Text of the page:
This paper aims to show that Plato’s account of time in the Timaeus can be understood as the first attempt to provide a universal temporal framework by synthesizing many of the preceding notions of time. The secondary literature on time in the Timaeus (cf. as especially influential Vlastos, Mohr and Broadie) simply takes such a universal framework for granted, since it does not look at the Platonic account in connection to preceding temporal notions in early Greek literature – philosophical as well as non-philosophical. Accordingly, it has not yet become clear in the scholarly debate how much Plato himself is already a crucial unifier of different temporal notions.
With respect to a few paradigmatic authors, such as Homer, Hesiod, Heraclitus, and Sophocles, I want to show that before Plato we do not find one unified notion of time, but instead different temporal notions that are relatively independent of each other. Chronos is often understood by modern scholars as the equivalent of our term “time”. However, in the very beginning of Greek literature, chronos indicates solely a particular time, usually a long time; and it can also stand for lifetime. While chronos slowly develops as a more encompassing temporal notion, as we can see, for example, with Pindar’s idea of chronos as the father of all things, I want to show that it is only from Plato onwards that chronos was finally conceptualized in such a way that other temporal notions such as hêmera or eniautos could be subsumed under it. Thus it can be understood as time in the sense that all temporal phenomena can be situated within it.
I will show that one of Plato’s crucial moves to derive a singular, unified notion of time is by contrasting chronos to another temporal notion that originally meant more or less the same as chronos and to which in the Timaeus he gives a different meaning, aiôn. This contrast between chronos and aiôn is established with the help of what we can analyse as two moves: 1) The main meaning of aiôn before Plato is lifetime, life, age, generation or a long time (cf. Theunissen (2000) and Vlastos (1995b)). All these different meanings signify the temporal nature of a life or a part of a life. With human beings and animals “lifetime” it includes the thought of finiteness as well as of changing and moving. In a first step Plato separate the two aspects of aiôn, a temporal and one to do with living, by understanding the unchanging model of the world as a zôon aidion. The aspect of aliveness is now captured by zôon. 2) In a second step Plato gets rid of any idea of finitude and change that is connected with aiôn as lifetime of human beings and animals. He does so by situating the model as zôon aidion beyond the realm of any becoming and by explicitly claiming that the nature of aiôn can never be bestowed on something that is begotten. Being aidion is explicitly differentiated from merely going on forever, which is what we are told happens to the world once it is created, it is going on with its rational life sumpanta chronon, for all time (36e).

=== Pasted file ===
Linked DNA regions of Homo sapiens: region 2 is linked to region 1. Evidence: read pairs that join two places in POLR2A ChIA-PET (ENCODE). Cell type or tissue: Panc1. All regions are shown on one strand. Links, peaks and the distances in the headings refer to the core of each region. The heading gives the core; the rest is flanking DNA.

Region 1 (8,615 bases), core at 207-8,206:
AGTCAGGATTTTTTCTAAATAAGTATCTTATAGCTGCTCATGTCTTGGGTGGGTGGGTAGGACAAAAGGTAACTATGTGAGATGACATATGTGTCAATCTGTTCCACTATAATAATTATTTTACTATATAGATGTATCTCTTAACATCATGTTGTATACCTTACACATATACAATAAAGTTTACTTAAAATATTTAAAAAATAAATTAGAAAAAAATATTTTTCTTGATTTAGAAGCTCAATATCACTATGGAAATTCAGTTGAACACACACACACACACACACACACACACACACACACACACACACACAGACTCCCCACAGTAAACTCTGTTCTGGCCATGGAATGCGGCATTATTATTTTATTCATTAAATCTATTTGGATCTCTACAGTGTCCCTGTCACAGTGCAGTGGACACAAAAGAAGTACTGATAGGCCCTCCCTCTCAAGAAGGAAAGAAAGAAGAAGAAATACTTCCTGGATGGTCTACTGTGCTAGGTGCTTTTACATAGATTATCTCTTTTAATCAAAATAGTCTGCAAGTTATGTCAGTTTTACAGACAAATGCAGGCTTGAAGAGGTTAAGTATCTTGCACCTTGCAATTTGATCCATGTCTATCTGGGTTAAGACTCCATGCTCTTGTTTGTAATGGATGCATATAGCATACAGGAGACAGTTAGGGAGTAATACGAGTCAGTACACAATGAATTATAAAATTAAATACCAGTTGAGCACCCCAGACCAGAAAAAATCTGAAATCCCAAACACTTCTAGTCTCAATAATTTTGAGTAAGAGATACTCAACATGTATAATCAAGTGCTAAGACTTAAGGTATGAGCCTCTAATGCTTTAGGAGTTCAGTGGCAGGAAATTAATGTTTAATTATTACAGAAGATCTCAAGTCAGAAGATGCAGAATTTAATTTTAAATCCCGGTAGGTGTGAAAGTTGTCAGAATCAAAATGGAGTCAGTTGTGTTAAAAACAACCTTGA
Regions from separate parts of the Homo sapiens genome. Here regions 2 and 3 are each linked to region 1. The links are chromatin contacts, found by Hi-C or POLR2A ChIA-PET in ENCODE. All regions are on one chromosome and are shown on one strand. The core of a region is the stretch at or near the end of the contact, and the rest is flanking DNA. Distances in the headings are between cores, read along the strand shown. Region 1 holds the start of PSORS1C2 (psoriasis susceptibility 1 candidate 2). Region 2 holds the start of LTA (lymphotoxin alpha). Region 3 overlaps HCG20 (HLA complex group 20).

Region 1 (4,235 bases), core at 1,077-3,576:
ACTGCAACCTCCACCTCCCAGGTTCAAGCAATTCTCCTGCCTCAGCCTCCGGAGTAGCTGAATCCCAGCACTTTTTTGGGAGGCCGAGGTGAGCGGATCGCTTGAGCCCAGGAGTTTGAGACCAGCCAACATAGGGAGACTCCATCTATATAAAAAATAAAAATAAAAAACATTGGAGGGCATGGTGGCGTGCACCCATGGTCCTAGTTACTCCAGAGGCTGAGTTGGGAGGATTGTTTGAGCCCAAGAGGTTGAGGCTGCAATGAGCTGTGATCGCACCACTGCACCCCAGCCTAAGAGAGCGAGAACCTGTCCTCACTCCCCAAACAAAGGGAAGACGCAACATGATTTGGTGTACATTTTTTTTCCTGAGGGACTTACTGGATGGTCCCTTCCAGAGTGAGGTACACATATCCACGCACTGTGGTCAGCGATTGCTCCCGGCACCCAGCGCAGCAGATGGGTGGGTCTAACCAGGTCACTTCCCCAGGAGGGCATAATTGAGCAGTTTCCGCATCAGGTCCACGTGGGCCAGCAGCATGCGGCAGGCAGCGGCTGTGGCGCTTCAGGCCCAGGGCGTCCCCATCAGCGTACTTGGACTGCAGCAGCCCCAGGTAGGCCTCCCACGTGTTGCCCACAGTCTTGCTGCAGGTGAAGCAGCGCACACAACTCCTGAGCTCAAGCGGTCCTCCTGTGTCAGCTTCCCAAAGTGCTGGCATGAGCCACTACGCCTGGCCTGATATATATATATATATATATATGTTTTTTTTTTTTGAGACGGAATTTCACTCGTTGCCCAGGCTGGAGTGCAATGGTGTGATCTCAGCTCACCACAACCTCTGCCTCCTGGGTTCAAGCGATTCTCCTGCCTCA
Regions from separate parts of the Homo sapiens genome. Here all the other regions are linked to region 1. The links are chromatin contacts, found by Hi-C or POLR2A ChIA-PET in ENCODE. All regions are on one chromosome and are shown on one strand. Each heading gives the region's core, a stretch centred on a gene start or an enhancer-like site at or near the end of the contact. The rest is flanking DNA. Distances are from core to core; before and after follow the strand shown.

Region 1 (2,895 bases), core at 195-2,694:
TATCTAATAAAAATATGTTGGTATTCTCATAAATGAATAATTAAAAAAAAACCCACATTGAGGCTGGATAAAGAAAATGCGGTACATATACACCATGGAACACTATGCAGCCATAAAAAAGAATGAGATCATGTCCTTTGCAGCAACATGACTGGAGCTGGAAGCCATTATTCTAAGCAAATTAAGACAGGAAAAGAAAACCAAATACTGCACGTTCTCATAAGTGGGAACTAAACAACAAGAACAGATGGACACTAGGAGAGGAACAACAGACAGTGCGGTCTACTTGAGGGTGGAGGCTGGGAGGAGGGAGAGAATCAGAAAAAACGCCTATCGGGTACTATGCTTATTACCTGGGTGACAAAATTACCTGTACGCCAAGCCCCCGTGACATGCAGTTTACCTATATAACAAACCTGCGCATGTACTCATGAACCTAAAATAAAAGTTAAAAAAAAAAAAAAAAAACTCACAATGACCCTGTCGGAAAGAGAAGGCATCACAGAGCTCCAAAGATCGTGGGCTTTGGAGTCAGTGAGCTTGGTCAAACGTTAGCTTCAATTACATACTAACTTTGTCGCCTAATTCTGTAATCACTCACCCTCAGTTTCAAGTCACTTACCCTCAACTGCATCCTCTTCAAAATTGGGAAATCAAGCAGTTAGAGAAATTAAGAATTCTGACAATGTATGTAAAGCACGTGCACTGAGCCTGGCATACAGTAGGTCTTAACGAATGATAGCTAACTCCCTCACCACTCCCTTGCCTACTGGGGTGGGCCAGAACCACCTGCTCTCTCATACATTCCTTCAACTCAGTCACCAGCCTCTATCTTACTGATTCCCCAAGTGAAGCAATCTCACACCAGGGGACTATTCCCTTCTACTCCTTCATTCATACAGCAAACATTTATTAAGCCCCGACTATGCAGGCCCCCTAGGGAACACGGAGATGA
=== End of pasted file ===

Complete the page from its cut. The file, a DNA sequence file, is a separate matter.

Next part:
This is part of the way in which I want to show how the contrast between time and eternity so familiar for us is carefully developed first by Plato’s synthesis and re-interpretation of a collection of temporal notions.